Those Tire Tracks on my Back…
It’s been a rough couple of weeks for me. Some pretty major upgrades to the production line at my day job required working through the weekend and some off shifts, then dealing with the ongoing problems the rest of the week. It looks like we’ve finally got it smoothed out, but I’m reluctant to say that too loudly!
My job entails being in charge of all IT related systems in the plant. That means computers, databases, production scheduling, communications, data retention, production execution (we call it MES – Manufacturing Execution System), and a few other related topics. So when we do an upgrade, it’s me walking a tight rope over a steaming vat of boiling water. You’d think it would be properly planned out and an easy thing to do – and on paper it is. In reality there’s some jerk named Murphy running around screwing everything up that he can get his hands on.
The tire tracks I mentioned come from being thrown under the bus. I’d identified the ongoing problems as being related to the heart of the changes that were made – a piece of production equipment programmed and controlled by the engineers. They, in turn, talked louder and insisted it had to do with my scheduling system and lousy network. This in front of a room full of people. It’s the closest I’ve come to laying somebody out in a great many years. But I took it (fists and jaw clenched) because I didn’t have the answer, just a hunch.
Later that day, after our vendor made it back in to support us on it and I worked with him for several hours figuring it out I was vindicated. The equipment was programmed improperly and a necessary piece of communication equipment was never provided to us. With those in place things are rolling nice and smooth. That made the tire tracks on my back feel a lot better. It was like coming back from behind to win a sporting event.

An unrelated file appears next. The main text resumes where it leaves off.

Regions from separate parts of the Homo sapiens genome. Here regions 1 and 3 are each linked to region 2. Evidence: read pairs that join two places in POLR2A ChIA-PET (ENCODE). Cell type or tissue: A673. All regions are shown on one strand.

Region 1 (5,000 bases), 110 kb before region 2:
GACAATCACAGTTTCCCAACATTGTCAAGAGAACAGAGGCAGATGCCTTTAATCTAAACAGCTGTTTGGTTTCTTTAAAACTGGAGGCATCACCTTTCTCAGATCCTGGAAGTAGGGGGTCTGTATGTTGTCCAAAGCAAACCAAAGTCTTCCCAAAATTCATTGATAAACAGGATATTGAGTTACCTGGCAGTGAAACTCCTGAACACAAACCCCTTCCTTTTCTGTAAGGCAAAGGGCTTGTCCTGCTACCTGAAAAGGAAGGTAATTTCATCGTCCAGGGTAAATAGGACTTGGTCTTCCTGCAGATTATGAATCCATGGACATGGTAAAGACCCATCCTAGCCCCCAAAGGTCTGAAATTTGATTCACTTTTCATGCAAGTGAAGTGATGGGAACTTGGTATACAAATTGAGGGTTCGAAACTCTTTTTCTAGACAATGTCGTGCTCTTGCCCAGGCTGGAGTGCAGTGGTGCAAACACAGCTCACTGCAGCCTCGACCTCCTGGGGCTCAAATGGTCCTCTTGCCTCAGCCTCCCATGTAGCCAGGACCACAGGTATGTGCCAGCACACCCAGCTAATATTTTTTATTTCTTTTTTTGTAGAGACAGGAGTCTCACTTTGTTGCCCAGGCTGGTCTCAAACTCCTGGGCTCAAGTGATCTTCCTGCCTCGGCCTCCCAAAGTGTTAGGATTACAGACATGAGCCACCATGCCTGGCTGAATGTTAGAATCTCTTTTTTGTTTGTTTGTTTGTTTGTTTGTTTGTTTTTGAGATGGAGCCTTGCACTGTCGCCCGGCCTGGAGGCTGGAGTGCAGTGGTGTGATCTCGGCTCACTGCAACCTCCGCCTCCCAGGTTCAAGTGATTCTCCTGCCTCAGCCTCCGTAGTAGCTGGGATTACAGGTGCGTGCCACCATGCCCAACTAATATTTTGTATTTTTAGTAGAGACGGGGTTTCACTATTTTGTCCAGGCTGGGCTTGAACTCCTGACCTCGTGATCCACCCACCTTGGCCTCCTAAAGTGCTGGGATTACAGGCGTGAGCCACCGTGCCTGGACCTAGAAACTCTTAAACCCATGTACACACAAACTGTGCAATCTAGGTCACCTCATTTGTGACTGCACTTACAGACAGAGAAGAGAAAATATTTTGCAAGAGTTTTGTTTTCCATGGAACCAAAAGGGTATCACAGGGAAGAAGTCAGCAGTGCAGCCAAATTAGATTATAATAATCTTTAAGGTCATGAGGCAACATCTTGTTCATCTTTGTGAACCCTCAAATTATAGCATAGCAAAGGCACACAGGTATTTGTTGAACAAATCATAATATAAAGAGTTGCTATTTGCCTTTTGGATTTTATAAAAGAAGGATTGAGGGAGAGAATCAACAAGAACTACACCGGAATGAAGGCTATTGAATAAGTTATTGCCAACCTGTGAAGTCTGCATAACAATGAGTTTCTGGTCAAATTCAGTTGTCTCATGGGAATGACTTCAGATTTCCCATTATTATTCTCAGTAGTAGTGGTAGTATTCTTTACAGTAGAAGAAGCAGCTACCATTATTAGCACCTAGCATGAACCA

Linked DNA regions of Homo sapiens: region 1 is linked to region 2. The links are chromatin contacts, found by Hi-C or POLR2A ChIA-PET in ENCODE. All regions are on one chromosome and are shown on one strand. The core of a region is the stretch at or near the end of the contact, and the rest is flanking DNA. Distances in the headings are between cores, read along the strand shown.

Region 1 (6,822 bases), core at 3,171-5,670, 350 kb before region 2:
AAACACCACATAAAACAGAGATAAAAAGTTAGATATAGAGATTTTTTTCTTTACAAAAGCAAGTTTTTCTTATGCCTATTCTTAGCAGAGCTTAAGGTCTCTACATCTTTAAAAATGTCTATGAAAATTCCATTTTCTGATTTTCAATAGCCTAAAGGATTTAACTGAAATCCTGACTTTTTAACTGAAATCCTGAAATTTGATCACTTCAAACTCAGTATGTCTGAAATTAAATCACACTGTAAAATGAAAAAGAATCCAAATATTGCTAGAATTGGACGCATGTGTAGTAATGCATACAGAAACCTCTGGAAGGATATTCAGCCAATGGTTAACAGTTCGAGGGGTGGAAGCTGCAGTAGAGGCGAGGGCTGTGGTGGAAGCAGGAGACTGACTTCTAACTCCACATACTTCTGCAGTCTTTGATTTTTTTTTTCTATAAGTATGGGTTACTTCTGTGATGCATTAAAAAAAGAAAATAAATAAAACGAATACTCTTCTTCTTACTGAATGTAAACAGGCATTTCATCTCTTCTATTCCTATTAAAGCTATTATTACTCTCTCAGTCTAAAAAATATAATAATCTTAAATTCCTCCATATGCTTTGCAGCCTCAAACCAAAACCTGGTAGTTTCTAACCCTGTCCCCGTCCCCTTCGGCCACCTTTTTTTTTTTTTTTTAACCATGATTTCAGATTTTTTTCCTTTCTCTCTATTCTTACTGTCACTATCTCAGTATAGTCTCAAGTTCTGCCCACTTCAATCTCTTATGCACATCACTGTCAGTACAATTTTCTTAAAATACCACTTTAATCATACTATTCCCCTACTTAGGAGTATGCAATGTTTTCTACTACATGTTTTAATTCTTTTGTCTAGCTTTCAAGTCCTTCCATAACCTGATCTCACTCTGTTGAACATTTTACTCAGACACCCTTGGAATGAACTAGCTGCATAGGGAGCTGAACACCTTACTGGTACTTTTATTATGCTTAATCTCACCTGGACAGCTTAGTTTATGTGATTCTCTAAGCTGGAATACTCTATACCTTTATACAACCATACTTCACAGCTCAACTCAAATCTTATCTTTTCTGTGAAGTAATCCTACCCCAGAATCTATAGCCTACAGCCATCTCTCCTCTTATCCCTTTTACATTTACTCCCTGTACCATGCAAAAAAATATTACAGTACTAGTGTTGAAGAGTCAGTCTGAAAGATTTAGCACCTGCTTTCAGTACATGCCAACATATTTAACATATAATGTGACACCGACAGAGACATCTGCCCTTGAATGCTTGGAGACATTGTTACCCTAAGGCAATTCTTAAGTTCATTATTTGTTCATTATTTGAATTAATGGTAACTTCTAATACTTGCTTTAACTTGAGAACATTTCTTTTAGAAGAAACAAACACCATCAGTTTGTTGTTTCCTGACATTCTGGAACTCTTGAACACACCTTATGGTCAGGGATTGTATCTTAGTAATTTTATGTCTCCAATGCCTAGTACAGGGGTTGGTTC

And the engineers? They’ve been staying awfully quiet ever since. Go figure.
For everyone who’s ever been tossed under a bus, stay the course and fight back! Not necessarily with a shot to the jaw, but by digging in and working hard to prove you can do what you say you can. Find that inner resolve to show you can do it, whatever ‘it’ is. Sometimes it’s hard work and sometimes it takes a while to get there – I have a friend who has spent years working hard and just last weekend established herself as the world record holder in powerlifting for her weight class (132lbs, I think). I’m happy to say I’ve influenced her over the years, giving her advice and answering questions.
She’s one example of what successful people already know – dedication and discipline is the only thing that works in life. Sure, luck helps, but that will only carry you so far. Hesitation and excuses are the step that immediately precedes failure. Ironically, failure is okay as long as it isn’t followed by more excuses. Learn from it and try again. Being successful, ultimately, is how you view yourself. It’s not what other people think. In fact, once you’ve been through that process and achieved what you worked hard to do nobody can take that away from you.
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